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Politics & Government

Presidential Hopeful John Kasich Tells Wisconsin Audience He's the Best Candidate

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Republican presidential candidate Ohio Gov. John Kasich speaks at a campaign rally at the Crowne Plaza Milwaukee West hotel on March 23, 2016 in Wauwatosa, Wisconsin.

There are less than two weeks left until Wisconsin’s presidential primary election, and now hopefuls or their surrogates are beginning to flock to the state. On Wednesday, Ohio Gov. John Kasich hosted a town hall meeting at the Crown Plaza hotel in Wauwatosa.

Gov. Kasich repeatedly hammered home this message.

“I’m the only one who can beat Hillary,” Kasich said.

While neither party has yet to pick their nominee, Democratic Secretary of State Hillary Clinton leads her opponent Senator Bernie Sanders by about 300 delegates. On the Republican side, Donald Trump leads in delegates with more than 700, Kasich has about 140.

Kasich admitted he has a lot of work to do.

“Look, I’ve been running behind from the beginning. Most of you, until about three weeks ago, thought my name was Governor of Ohio. (Be)Cause Kasich was too hard to pronounce,” he said.

While at this point it would be impossible for Kasich to secure enough delegates to become the nominee before the GOP convention, he said he does not think the other two candidates will get the needed number either.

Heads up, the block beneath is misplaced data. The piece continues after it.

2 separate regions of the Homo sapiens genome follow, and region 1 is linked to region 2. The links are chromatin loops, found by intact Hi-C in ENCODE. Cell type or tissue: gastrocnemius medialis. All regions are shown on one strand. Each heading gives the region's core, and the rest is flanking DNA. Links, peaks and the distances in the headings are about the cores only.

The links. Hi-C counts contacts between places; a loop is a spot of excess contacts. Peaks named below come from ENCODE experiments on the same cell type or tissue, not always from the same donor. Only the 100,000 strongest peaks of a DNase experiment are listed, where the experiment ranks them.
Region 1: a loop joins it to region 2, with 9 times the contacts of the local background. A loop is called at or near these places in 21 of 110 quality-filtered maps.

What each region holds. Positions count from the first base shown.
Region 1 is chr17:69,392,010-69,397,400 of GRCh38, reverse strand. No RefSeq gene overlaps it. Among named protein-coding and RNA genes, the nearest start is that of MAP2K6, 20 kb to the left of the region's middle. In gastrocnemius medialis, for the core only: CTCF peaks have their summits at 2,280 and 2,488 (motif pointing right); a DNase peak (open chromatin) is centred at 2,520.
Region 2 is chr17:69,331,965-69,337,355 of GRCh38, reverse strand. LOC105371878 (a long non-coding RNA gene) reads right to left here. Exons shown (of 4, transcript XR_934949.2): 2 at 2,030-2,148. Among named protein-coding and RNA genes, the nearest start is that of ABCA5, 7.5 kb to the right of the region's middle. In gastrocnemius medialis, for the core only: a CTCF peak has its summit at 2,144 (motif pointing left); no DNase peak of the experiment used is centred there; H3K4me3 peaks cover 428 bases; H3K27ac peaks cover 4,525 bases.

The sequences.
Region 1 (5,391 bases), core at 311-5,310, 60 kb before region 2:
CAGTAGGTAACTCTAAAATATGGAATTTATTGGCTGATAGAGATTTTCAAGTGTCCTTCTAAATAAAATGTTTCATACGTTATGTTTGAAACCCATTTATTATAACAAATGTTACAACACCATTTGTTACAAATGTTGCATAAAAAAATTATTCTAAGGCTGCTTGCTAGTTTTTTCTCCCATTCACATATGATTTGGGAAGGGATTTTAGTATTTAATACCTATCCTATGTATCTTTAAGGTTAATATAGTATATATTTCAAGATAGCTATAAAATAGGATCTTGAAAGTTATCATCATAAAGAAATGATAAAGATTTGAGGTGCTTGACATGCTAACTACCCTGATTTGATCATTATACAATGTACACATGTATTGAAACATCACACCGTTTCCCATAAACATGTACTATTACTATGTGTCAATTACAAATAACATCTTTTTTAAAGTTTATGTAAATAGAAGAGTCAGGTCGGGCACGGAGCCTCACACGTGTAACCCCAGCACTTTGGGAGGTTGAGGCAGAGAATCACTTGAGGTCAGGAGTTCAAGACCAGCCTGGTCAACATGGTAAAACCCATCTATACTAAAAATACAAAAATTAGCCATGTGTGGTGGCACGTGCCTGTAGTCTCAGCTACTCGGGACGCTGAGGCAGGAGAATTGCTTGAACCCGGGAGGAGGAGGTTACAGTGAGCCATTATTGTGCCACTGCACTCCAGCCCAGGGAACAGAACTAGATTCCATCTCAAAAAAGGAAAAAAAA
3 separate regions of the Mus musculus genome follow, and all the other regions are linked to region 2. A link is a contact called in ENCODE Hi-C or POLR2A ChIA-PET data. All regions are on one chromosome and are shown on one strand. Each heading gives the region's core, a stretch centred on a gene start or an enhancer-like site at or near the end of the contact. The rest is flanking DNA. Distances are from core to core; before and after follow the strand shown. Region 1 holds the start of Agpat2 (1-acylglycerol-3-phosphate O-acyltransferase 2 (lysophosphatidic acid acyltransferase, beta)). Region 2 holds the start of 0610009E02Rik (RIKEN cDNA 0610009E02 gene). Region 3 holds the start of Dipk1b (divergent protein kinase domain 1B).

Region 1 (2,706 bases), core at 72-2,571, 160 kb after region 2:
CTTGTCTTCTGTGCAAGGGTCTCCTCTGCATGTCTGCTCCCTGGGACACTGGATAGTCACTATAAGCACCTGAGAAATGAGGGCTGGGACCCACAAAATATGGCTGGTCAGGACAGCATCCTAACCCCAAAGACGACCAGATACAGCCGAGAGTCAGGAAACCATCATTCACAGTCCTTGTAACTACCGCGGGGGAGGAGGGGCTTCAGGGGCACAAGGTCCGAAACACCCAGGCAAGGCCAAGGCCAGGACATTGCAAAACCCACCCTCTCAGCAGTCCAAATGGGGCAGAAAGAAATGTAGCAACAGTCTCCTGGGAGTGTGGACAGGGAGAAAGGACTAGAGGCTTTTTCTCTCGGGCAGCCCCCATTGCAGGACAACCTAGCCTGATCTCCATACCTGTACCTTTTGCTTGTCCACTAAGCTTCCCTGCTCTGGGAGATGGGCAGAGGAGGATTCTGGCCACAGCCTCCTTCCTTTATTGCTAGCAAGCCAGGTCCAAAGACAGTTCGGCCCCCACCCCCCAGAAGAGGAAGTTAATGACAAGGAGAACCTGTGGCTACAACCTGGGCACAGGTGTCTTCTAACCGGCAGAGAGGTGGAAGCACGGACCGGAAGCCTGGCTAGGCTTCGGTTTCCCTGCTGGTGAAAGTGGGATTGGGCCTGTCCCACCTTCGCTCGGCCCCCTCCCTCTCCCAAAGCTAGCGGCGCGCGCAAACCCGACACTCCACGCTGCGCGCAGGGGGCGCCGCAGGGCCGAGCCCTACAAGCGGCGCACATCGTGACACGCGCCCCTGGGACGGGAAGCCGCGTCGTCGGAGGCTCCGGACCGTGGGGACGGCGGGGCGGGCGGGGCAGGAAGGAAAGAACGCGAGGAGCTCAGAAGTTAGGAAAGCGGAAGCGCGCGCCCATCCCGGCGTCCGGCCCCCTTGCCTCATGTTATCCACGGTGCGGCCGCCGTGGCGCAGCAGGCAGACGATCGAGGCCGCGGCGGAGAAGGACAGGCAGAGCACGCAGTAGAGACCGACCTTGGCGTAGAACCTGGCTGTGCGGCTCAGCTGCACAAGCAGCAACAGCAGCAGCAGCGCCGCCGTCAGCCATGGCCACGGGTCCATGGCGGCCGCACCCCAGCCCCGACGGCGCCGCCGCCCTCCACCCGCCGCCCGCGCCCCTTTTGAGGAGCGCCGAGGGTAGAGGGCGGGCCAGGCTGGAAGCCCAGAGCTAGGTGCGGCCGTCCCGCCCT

Kasich declined to answer a question from the audience about whether he would support Senator Ted Cruz or Donald Trump if one of them gets the nomination. Throughout the nearly hour long meeting in Wauwatosa, Kasich touched on topics such as terrorism and unity and veterans issues as well as the economy. He said he understands why people are supporting Trump.

“Here’s what they’re worried about, 'I’m going to lose my job and somebody’s going to rip me off. Secondly, I can’t get any pay raises and thirdly, I used to give my money to a bank and then they give me interest, now they don’t give me squat. And I’m worried about my kids. What kind of future are my kids going to have?'” Kasich said.

Kasich said these concerns are legitimate, and he’s the only candidate with the experience to address them. He then told the crowd that he needs their help.

“Look, I had to take care of Ohio, I’m here a little bit late, we know that. But you can change it all for me if you really want to,” Kasich said.

After the meeting, supporter Damon Young stopped to pick up four Kasich for President yard signs. He said seeing Kasich in person reaffirmed his belief the candidate.

“It’s a bit of a Hail Mary at this point and I understand that. I came out today to confirm my belief that he could get it done if it comes to a contested convention. I’m still not convinced that the Hail Mary will be completed, but there’s got to be an alternative to what is currently out there,” Young said.

Thee issues Young is most concerned about are social security, job creation and national defense.

Eighteen-year-old Kayla Kline said she supports the governor’s fiscal conservatism. “Cutting taxes, cutting the death tax cutting individual taxes. I come from a family with a lot of self-owned businesses, so I can really relate with that,” she said.

While Kline doubts Kasich will be the nominee, she said it’s time to put a moderate conservative in office.

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